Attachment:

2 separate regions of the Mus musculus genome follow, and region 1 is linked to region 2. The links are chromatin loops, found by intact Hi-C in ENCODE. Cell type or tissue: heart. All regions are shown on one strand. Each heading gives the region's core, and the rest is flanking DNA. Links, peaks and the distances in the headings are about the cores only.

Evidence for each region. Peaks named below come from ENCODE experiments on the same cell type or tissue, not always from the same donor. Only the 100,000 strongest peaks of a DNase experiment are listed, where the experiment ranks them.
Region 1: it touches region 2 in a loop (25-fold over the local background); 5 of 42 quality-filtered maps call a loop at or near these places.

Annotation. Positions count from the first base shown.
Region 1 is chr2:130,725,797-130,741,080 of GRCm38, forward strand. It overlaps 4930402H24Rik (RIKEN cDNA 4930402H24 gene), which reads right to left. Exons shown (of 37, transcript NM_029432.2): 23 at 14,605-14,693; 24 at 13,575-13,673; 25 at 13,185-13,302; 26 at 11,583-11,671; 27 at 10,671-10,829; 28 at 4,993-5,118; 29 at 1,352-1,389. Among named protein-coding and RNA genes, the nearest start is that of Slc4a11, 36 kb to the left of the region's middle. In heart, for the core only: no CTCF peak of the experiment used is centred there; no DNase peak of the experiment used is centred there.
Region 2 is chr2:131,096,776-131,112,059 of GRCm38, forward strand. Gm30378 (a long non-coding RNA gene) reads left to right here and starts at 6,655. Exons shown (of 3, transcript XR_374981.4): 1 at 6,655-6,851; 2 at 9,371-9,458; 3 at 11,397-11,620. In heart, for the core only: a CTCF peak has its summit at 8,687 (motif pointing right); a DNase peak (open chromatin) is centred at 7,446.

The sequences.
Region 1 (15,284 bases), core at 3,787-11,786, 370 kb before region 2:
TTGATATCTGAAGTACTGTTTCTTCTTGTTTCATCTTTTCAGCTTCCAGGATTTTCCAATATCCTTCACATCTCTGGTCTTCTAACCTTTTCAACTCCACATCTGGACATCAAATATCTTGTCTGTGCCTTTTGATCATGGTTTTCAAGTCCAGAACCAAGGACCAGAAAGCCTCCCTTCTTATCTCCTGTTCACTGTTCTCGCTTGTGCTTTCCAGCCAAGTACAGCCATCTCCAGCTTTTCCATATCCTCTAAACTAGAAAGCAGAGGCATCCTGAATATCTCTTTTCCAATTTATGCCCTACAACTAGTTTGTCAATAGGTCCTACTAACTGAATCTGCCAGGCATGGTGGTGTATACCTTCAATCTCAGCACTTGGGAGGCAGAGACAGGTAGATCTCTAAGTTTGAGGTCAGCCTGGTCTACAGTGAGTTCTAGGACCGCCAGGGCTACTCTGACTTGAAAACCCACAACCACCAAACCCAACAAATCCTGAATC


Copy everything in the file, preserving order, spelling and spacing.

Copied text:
2 separate regions of the Mus musculus genome follow, and region 1 is linked to region 2. The links are chromatin loops, found by intact Hi-C in ENCODE. Cell type or tissue: heart. All regions are shown on one strand. Each heading gives the region's core, and the rest is flanking DNA. Links, peaks and the distances in the headings are about the cores only.

Evidence for each region. Peaks named below come from ENCODE experiments on the same cell type or tissue, not always from the same donor. Only the 100,000 strongest peaks of a DNase experiment are listed, where the experiment ranks them.
Region 1: it touches region 2 in a loop (25-fold over the local background); 5 of 42 quality-filtered maps call a loop at or near these places.

Annotation. Positions count from the first base shown.
Region 1 is chr2:130,725,797-130,741,080 of GRCm38, forward strand. It overlaps 4930402H24Rik (RIKEN cDNA 4930402H24 gene), which reads right to left. Exons shown (of 37, transcript NM_029432.2): 23 at 14,605-14,693; 24 at 13,575-13,673; 25 at 13,185-13,302; 26 at 11,583-11,671; 27 at 10,671-10,829; 28 at 4,993-5,118; 29 at 1,352-1,389. Among named protein-coding and RNA genes, the nearest start is that of Slc4a11, 36 kb to the left of the region's middle. In heart, for the core only: no CTCF peak of the experiment used is centred there; no DNase peak of the experiment used is centred there.
Region 2 is chr2:131,096,776-131,112,059 of GRCm38, forward strand. Gm30378 (a long non-coding RNA gene) reads left to right here and starts at 6,655. Exons shown (of 3, transcript XR_374981.4): 1 at 6,655-6,851; 2 at 9,371-9,458; 3 at 11,397-11,620. In heart, for the core only: a CTCF peak has its summit at 8,687 (motif pointing right); a DNase peak (open chromatin) is centred at 7,446.

The sequences.
Region 1 (15,284 bases), core at 3,787-11,786, 370 kb before region 2:
TTGATATCTGAAGTACTGTTTCTTCTTGTTTCATCTTTTCAGCTTCCAGGATTTTCCAATATCCTTCACATCTCTGGTCTTCTAACCTTTTCAACTCCACATCTGGACATCAAATATCTTGTCTGTGCCTTTTGATCATGGTTTTCAAGTCCAGAACCAAGGACCAGAAAGCCTCCCTTCTTATCTCCTGTTCACTGTTCTCGCTTGTGCTTTCCAGCCAAGTACAGCCATCTCCAGCTTTTCCATATCCTCTAAACTAGAAAGCAGAGGCATCCTGAATATCTCTTTTCCAATTTATGCCCTACAACTAGTTTGTCAATAGGTCCTACTAACTGAATCTGCCAGGCATGGTGGTGTATACCTTCAATCTCAGCACTTGGGAGGCAGAGACAGGTAGATCTCTAAGTTTGAGGTCAGCCTGGTCTACAGTGAGTTCTAGGACCGCCAGGGCTACTCTGACTTGAAAACCCACAACCACCAAACCCAACAAATCCTGAATC